"...attempts to regulate the civilian possession of firearms have five political functions. They (1) increase citizen reliance on government and tolerance of increased police powers and abuse; (2) help prevent opposition to the government; (3) facilitate repressive action by government and its allies; (4) lesson the pressure for major or radical reform; and (5) can be selectively enforced against those perceived to be a threat to government." ~ Raymond Kessler
Notes from Korea, China and Vietnam
My main mission on the trip, which was sponsored and paid for by the Atlas Economic Research Foundation of Fairfax, Virginia was to make contact with liberty-loving intellectuals and think tanks in all three countries. South Korea, of course, is the most advanced in this regard, having a very good and sizable think tank called the Center for Free Enterprise. I spoke at one of their luncheons where they had an award ceremony for college student winners of an essay contests on liberty. I was stunned at how many of the students wrote about Hayek and Mises!
The Center for Free Enterprise in Seoul is fighting an uphill battle to turn around a rising tide of socialist and anti-American sentiment in the country, especially among young people. Government schools in Korea are not exactly imparting the principles of a free society to the students, which underscores the importance of CFE's work.
I took some time to go up to the DMZ, where I went down into a tunnel that the North Koreans had built for the purposes of invasion but which the South discovered back in the 1970s. I thought it was sweet irony that the commies spent a lot of time and money to build it for evil purposes and now the South has turned it into a capitalist money-making tourist attraction and a stark reminder of the evilness to the North. I also went up an observation tower to look over into North Korea, which was predictably stark, gray and forbidding.
In Beijing, I gave an hour and a half lecture based on my "Seven Principles of Sound Policy" speech and another one I do on privatization. I continue to be blown away, incidentally, by the reception that "Seven Principles" talk has gotten around the world; I think it's up to at least a dozen translations now, on at least four continents.
The audience at People's University (which I advocated selling, by the way) was about 100 faculty and graduate students. They all had copies of the speech translated into Chinese ahead of time and as I read it, another man translated into Chinese. I was thrilled by the response. There were a couple Marxists in the audience but when they spoke up, everybody else pounced on them like roosters on a June bug. China's #1 political scientist outside of the government, who is also a courageous and principled Hayekian libertarian, spoke up and cited points in my talk and really devastated the Marxists. That guy, by the way, was my main host in Beijing. I was honored to have dinner with him three times; he drove me back to the airport in his car and we have struck up a great friendship in person and now by e-mail. He may visit us here at the Mackinac Center in May. The New York Times recently cited him as one of the leading dissidents in China who put his name to a petition last month demanding that the law codify and protect freedom of speech.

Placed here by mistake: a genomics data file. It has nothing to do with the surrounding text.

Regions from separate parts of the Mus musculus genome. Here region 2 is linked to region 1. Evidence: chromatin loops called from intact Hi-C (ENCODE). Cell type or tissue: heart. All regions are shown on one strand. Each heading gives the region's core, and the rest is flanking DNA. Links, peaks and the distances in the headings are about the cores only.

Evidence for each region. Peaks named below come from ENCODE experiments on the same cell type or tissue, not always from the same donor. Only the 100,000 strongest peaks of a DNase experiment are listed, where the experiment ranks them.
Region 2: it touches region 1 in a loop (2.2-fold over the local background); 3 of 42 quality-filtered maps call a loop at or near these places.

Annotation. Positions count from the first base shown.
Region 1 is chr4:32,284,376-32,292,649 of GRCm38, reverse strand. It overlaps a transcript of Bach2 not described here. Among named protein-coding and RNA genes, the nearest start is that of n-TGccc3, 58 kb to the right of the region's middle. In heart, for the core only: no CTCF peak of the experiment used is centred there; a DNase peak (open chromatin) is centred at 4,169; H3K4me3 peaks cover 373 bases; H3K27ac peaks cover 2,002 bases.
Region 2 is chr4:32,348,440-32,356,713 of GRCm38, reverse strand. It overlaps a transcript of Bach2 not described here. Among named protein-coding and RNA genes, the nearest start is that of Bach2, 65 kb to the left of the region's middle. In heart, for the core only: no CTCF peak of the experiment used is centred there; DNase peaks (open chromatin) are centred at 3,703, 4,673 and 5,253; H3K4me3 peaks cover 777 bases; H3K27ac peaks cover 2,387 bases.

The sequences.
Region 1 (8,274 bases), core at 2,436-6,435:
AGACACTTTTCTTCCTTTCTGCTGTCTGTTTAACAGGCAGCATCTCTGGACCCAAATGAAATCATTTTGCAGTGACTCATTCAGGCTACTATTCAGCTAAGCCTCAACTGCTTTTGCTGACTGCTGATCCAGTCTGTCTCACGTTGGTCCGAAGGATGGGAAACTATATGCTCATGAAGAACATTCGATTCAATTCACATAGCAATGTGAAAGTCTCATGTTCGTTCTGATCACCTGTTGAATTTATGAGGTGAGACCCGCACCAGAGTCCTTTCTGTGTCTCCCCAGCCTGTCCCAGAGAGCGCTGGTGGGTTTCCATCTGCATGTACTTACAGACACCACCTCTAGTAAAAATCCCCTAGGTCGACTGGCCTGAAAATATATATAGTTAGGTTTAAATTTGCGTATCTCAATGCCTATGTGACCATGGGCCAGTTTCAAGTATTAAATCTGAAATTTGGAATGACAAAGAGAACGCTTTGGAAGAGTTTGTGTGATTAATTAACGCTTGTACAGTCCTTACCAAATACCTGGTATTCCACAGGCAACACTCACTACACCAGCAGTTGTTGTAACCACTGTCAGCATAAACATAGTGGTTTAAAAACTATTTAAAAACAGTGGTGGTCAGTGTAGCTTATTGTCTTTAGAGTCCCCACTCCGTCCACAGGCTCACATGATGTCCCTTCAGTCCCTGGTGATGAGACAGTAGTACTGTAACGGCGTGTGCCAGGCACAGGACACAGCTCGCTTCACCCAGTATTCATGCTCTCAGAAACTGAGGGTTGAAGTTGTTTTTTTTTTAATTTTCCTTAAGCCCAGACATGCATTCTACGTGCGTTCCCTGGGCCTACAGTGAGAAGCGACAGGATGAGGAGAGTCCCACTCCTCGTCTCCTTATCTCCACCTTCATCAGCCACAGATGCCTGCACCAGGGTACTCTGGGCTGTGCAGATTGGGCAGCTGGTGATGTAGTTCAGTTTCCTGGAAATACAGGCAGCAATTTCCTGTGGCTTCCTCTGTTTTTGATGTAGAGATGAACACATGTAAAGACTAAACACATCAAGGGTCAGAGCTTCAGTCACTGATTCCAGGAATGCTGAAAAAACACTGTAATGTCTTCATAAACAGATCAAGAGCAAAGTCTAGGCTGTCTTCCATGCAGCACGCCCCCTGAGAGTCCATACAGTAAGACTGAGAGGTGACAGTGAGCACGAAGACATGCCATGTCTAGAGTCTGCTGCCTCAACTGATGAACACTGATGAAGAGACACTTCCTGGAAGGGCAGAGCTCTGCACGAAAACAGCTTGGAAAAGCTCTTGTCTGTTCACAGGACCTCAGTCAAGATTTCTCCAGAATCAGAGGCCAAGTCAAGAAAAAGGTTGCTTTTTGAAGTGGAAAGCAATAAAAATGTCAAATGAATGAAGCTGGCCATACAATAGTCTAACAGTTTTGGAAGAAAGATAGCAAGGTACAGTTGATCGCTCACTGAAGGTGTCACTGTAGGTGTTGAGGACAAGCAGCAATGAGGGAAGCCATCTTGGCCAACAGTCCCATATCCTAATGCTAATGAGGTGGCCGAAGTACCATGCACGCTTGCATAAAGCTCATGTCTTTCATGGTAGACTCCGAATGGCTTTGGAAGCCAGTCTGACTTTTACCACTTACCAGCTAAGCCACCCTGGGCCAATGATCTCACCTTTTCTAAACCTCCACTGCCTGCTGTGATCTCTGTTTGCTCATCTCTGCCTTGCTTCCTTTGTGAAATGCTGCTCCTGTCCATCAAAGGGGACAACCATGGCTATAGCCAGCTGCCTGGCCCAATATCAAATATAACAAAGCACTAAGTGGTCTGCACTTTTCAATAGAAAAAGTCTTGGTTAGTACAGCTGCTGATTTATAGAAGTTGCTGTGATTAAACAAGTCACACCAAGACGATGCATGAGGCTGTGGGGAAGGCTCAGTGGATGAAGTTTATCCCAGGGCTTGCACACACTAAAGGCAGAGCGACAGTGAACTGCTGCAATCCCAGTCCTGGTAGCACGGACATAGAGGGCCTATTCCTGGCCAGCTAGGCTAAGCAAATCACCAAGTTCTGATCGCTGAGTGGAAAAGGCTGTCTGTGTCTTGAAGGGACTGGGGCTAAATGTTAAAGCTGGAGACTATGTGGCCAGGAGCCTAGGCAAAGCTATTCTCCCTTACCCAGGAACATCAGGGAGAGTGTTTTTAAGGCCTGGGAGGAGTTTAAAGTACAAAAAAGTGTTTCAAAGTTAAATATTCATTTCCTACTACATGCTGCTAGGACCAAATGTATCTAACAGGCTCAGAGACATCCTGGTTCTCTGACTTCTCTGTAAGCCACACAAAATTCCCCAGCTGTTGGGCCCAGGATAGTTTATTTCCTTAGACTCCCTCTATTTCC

Economically, it is wildly apparent that China has made enormous progress since my last visit in 1988. Growth and construction are everywhere. Private businesses of all sizes are all over the place. Many Chinese told me that there is no turning back. Too many people are enjoying the fruits of economic liberties to allow any regime there to ever seriously turn back the clock to the days of Maoist central planning. The works of Hayek are well known and often cited among Chinese intellectuals, who are very aware and disturbed at the drift toward socialism in America. They told me more than once how laughable some of the academics from America are who come there and still extol some aspect of central planning, which no one "with any brains" believes in any more in China.
China has several think tanks now and perhaps the best one in my belief is also the smallest, the Cathay Institute, which is run by my political scientist friend I spoke of above.